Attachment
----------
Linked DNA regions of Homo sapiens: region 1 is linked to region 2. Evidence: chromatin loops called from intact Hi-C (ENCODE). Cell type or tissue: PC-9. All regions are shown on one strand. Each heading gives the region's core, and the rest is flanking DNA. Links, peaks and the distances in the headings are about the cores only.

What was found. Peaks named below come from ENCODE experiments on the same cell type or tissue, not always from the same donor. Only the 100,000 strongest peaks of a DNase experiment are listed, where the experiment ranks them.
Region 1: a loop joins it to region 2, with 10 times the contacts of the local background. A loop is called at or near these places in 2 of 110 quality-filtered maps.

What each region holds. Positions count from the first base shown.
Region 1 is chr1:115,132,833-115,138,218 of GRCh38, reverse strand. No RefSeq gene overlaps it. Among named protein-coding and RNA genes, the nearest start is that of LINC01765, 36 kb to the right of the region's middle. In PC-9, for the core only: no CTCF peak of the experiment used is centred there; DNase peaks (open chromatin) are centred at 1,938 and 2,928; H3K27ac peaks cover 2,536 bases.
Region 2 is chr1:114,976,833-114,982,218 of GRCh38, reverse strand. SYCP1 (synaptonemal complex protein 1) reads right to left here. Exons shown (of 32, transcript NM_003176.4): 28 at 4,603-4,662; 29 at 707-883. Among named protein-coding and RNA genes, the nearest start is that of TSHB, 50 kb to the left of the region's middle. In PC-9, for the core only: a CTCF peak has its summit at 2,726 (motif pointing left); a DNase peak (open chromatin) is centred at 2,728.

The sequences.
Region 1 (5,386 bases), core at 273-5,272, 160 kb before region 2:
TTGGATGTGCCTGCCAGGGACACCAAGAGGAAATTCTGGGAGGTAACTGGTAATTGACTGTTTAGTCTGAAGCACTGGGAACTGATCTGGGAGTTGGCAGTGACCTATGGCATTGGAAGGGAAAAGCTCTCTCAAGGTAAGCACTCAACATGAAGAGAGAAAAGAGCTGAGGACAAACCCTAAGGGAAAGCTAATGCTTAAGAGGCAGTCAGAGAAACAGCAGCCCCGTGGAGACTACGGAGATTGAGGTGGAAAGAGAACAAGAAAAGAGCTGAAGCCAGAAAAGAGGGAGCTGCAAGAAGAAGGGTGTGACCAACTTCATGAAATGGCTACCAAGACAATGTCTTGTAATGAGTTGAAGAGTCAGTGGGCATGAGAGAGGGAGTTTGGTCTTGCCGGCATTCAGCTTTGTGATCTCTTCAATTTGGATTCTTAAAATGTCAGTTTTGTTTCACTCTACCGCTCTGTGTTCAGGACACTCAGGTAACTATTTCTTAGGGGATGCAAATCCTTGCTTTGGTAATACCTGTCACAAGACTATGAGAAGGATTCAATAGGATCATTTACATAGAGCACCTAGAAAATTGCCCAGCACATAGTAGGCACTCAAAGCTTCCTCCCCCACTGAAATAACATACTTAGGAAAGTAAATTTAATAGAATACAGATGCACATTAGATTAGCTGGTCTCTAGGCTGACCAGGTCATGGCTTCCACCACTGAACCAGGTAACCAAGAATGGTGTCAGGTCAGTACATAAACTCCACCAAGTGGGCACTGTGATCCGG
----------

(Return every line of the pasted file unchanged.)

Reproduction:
Linked DNA regions of Homo sapiens: region 1 is linked to region 2. Evidence: chromatin loops called from intact Hi-C (ENCODE). Cell type or tissue: PC-9. All regions are shown on one strand. Each heading gives the region's core, and the rest is flanking DNA. Links, peaks and the distances in the headings are about the cores only.

What was found. Peaks named below come from ENCODE experiments on the same cell type or tissue, not always from the same donor. Only the 100,000 strongest peaks of a DNase experiment are listed, where the experiment ranks them.
Region 1: a loop joins it to region 2, with 10 times the contacts of the local background. A loop is called at or near these places in 2 of 110 quality-filtered maps.

What each region holds. Positions count from the first base shown.
Region 1 is chr1:115,132,833-115,138,218 of GRCh38, reverse strand. No RefSeq gene overlaps it. Among named protein-coding and RNA genes, the nearest start is that of LINC01765, 36 kb to the right of the region's middle. In PC-9, for the core only: no CTCF peak of the experiment used is centred there; DNase peaks (open chromatin) are centred at 1,938 and 2,928; H3K27ac peaks cover 2,536 bases.
Region 2 is chr1:114,976,833-114,982,218 of GRCh38, reverse strand. SYCP1 (synaptonemal complex protein 1) reads right to left here. Exons shown (of 32, transcript NM_003176.4): 28 at 4,603-4,662; 29 at 707-883. Among named protein-coding and RNA genes, the nearest start is that of TSHB, 50 kb to the left of the region's middle. In PC-9, for the core only: a CTCF peak has its summit at 2,726 (motif pointing left); a DNase peak (open chromatin) is centred at 2,728.

The sequences.
Region 1 (5,386 bases), core at 273-5,272, 160 kb before region 2:
TTGGATGTGCCTGCCAGGGACACCAAGAGGAAATTCTGGGAGGTAACTGGTAATTGACTGTTTAGTCTGAAGCACTGGGAACTGATCTGGGAGTTGGCAGTGACCTATGGCATTGGAAGGGAAAAGCTCTCTCAAGGTAAGCACTCAACATGAAGAGAGAAAAGAGCTGAGGACAAACCCTAAGGGAAAGCTAATGCTTAAGAGGCAGTCAGAGAAACAGCAGCCCCGTGGAGACTACGGAGATTGAGGTGGAAAGAGAACAAGAAAAGAGCTGAAGCCAGAAAAGAGGGAGCTGCAAGAAGAAGGGTGTGACCAACTTCATGAAATGGCTACCAAGACAATGTCTTGTAATGAGTTGAAGAGTCAGTGGGCATGAGAGAGGGAGTTTGGTCTTGCCGGCATTCAGCTTTGTGATCTCTTCAATTTGGATTCTTAAAATGTCAGTTTTGTTTCACTCTACCGCTCTGTGTTCAGGACACTCAGGTAACTATTTCTTAGGGGATGCAAATCCTTGCTTTGGTAATACCTGTCACAAGACTATGAGAAGGATTCAATAGGATCATTTACATAGAGCACCTAGAAAATTGCCCAGCACATAGTAGGCACTCAAAGCTTCCTCCCCCACTGAAATAACATACTTAGGAAAGTAAATTTAATAGAATACAGATGCACATTAGATTAGCTGGTCTCTAGGCTGACCAGGTCATGGCTTCCACCACTGAACCAGGTAACCAAGAATGGTGTCAGGTCAGTACATAAACTCCACCAAGTGGGCACTGTGATCCGG